Venepuncture can be performed through the anterior fontanelle to get a sample of dural venous blood.

Ultrasound imaging can be performed through the anterior fontanelle to visualize the brain, otherwise impossible as the bones of the skull do not allow the sound waves to pass through into the parenchyma of the brain.

When the paranasal sinuses are inflamed (a conditions known as sinusitis), percussion over the sinus becomes painful. The inflammation may erode the thin bone and enter the cranial cavity or the orbit. An X-ray may show opacity of the sinus.

Inflammation of the frontal sinus (frontal sinusitis) causes palpation over the area innervated by the ophthalmic nerve (N. V1) to become painful.
Inflammation of the maxillary sinus (maxillary sinusitis) causes palpation over the area innervated by the maxillary nerve (N. V2) to become painful.
Inflammation of the ethmoidal air cells causes palpation over the nasal root to become painful.

The maxillary sinus is closely related to the roots of the upper teeth, especially the canine, which has the longest root.

Infection may spread directly from the middle ear cavity, nasal cavity or paranasal sinuses to the neurocranium causing meningitis. Alternatively, infection may reach the neurocranium from a distal source via the blood or may be directly implanted in the neurocranium following head trauma.

Blow-out fractures are fractures of the walls of the orbit caused by direct hits to the eyeball and are typically caused by a ball or a fist. The medial and inferior walls are the weakest parts of the orbit and are most commonly fractured by such an injury. The extraocular muscles may become trapped by the fracture fragments causing diplopia (double vision) and impaired eye movements. A pathological communication may be formed between the orbit and the adjacent paranasal sinuses. This can lead to orbital emphysema (air in the orbit). The margin of the orbit is not affected, disguising the severity of the condition.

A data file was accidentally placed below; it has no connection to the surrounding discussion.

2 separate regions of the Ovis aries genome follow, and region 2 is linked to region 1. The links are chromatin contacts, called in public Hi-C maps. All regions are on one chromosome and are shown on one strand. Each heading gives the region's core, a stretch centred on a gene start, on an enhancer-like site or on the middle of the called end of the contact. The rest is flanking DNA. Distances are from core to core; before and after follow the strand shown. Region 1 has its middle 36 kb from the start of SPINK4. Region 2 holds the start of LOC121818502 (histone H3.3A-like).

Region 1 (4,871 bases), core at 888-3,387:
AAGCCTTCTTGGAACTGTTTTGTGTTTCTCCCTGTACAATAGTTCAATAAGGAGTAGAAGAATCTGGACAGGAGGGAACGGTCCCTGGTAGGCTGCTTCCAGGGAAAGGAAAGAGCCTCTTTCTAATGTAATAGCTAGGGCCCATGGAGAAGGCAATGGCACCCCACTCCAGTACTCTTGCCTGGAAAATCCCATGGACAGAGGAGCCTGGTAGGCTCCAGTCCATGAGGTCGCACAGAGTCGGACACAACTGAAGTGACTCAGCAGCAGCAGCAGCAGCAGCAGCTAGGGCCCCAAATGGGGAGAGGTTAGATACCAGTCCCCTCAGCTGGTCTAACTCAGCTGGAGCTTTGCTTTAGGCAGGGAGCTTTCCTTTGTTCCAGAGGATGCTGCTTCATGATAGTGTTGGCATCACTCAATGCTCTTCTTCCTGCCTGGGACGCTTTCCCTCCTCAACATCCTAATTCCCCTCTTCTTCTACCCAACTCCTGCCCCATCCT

Leakage of cerebrospinal fluid from the nose is called nasal liquorrhoea. A fracture of the roof of the nasal cavity can cause cerebrospinal fluid to leak into and out of the nose, which the patient may recognise as a runny nose. This condition is associated with a high risk of central nervous system infections.

Kiseelbach's plexus is located on the nasal septum. It is containing a high density of capillaries and is the most common source of epistaxis (nasal bleeding).